|Bundesland: Freistaat Sachsen||Saxony|
Glauchau, the district town of the district Chemnitzer Land is situated at an elevation of 283 m on the river Zwickauer Mulde in the district Chemnitzer Land of Germany's state of Saxony. Its origins go back to the castle of the lords of Schönburg (later counts of Schönburg-Glauchau), which was built around 1170/1180. The town church St. Georgen was first mentioned in 1256. By 1335 Glauchau had obtained the status of a town. Since the early 15th century clothmaking and weaving were important economic factors for the town. The first spinning factory was opened in 1846, the first factory with mechanical looms opened in 1864.
The Rathaus (town hall) [top picture: centre] obtained its present appearance in 1818. The first town hall of Glauchau had been constructed in 1440. The belfry of the town hall contains a carillon made from porcellain from Meißen. It is played three times each day.
The Bürgerheim (former König-Albert-Stift) [bottom left] was built as a home for senior citizens in the second half of the 19th century. It is still in use for the same purpose.
The Stadtbad (municipal baths) [bottom right] was built in 1904/1908.
Glauchau castle [left, no. 4013: bottom left picture] was founded by the lords of Schönburg around 1170/1180. Later on, the medieval castles was converted into a residential castle in late Gothic style. The Renaissance castle Hinterglauchau was built from 1470 on the site of this old castle. Further extensions, named Vorderglauchau were added in 1527–1524; at the same time the main castle was remodeled. Around 1720 two rooms of the upper floor of the east wing were remodeled in Baroque style. Extensive renovations were carried out in the 18th century. A low south wing was added in Historistic Tudor style in 1864&ndas;1865. Parts of the castle were used as a museum (today, the Museum and Art Collection Schloss Hinterglauchau) as early as the 1930s.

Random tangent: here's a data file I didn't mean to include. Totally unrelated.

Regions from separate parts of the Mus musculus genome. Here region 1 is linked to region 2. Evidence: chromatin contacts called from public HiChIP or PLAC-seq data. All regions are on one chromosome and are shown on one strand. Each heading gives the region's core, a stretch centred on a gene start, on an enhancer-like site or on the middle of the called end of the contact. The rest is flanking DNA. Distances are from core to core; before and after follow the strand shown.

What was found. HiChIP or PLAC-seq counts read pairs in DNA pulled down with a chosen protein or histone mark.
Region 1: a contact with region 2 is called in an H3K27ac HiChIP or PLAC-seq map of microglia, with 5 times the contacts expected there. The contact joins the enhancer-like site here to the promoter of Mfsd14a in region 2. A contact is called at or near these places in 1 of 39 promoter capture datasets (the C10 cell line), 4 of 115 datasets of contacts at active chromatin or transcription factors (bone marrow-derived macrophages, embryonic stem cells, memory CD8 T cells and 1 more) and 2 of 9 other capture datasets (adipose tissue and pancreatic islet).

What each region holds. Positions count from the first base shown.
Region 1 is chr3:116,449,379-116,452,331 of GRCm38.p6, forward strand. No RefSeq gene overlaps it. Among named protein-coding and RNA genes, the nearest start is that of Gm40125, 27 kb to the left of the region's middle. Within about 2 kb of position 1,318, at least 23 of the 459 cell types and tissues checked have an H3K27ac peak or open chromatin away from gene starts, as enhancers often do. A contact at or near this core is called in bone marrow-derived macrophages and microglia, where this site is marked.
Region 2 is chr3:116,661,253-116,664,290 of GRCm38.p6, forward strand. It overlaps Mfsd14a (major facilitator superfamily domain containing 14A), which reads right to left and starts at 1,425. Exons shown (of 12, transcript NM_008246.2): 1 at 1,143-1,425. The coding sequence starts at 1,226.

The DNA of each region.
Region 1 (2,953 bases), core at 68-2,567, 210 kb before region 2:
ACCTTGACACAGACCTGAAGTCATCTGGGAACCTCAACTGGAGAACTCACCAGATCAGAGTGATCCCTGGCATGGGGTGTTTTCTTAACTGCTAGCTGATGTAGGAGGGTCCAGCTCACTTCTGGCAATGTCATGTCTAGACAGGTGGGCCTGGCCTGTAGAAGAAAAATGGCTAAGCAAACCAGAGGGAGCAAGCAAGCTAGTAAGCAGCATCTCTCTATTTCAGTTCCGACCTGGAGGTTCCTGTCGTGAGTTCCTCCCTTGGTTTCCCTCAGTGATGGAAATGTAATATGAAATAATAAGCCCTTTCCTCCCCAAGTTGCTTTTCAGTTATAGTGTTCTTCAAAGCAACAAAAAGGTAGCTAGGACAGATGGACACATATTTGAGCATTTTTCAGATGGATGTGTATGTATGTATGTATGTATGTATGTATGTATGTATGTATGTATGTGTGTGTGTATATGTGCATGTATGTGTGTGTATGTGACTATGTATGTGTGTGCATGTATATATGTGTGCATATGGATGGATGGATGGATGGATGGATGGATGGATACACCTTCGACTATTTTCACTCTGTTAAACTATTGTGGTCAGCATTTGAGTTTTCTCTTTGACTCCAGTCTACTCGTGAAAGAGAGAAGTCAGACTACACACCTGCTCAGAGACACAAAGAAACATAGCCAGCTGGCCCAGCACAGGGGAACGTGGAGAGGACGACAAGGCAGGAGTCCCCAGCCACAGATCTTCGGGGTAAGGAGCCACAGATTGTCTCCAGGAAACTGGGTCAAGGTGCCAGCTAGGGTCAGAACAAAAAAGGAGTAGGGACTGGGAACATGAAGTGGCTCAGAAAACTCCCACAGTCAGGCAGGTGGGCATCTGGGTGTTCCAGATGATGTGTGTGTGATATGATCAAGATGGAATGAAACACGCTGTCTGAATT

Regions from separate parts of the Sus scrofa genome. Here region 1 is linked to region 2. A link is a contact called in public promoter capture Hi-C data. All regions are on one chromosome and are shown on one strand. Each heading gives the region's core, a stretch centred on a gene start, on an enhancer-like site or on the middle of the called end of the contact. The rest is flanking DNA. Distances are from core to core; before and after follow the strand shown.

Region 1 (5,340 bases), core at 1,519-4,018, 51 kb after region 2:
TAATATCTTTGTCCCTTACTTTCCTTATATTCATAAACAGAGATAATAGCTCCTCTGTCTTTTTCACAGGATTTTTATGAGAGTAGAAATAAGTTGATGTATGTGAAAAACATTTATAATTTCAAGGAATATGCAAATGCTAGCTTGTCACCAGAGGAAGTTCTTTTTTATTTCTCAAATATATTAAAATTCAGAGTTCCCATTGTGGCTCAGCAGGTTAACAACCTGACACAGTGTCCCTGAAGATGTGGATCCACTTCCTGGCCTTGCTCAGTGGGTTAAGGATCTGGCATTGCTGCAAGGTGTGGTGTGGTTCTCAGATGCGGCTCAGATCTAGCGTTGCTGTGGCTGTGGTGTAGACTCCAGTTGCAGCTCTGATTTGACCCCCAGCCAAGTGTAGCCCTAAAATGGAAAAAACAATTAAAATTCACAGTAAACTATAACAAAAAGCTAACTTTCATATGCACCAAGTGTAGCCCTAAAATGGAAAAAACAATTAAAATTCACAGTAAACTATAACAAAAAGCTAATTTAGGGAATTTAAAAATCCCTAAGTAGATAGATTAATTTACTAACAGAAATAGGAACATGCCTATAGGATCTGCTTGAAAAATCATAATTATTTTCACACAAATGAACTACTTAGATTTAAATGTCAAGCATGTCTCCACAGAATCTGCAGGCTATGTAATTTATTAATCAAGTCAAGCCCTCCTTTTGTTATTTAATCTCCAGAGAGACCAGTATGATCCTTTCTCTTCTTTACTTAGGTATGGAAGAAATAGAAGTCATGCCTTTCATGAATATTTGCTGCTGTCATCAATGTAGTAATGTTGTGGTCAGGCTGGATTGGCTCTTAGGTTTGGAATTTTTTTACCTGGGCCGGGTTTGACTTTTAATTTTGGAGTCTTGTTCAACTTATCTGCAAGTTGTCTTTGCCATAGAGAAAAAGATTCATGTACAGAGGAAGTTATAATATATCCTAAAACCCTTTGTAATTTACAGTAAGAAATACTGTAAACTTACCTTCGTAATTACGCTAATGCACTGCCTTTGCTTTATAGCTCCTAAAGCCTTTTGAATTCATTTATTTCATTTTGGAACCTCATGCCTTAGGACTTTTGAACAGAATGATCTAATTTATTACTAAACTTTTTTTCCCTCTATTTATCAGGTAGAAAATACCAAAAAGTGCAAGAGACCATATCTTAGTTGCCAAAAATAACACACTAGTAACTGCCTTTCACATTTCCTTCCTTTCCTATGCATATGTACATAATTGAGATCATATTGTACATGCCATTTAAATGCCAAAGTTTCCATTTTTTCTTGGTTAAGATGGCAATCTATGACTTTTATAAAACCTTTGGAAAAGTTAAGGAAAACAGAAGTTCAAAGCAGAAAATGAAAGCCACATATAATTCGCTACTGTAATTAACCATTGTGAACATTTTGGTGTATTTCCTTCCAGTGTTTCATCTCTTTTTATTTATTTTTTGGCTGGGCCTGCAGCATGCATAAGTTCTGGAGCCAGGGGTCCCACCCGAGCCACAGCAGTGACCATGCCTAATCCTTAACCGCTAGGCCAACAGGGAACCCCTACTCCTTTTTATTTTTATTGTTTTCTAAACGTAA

The bottom right picture on glass no. 4013 [left] shows a view of the
The mineralogist, physician, politician, teacher and historian Georgius AGRICOLA (1494–1555) was born in Glauchau. He attended schools in Glauchau, Chemnitz and Magdeburg, and then studied at the university of Leipzig and worked as a teacher at Zwickau. After his return from a journey to Italy, where he graduated, he returned to Saxony and worked as a physician in Joachimsthal (now Jáchymov, CZ) and in Chemnitz where he also became burgomaster. His fame is based on his books on grammatics, mineralogy, mining and history, which he published under his assumed name Agricola, the Latin translation of his real name, Pawer (Bauer = engl. farmer). After his death he was buried in the cathedral of Zeitz. His most important book, De re metallica, which he had finished in 1551, was only published in 1556, one year after his death.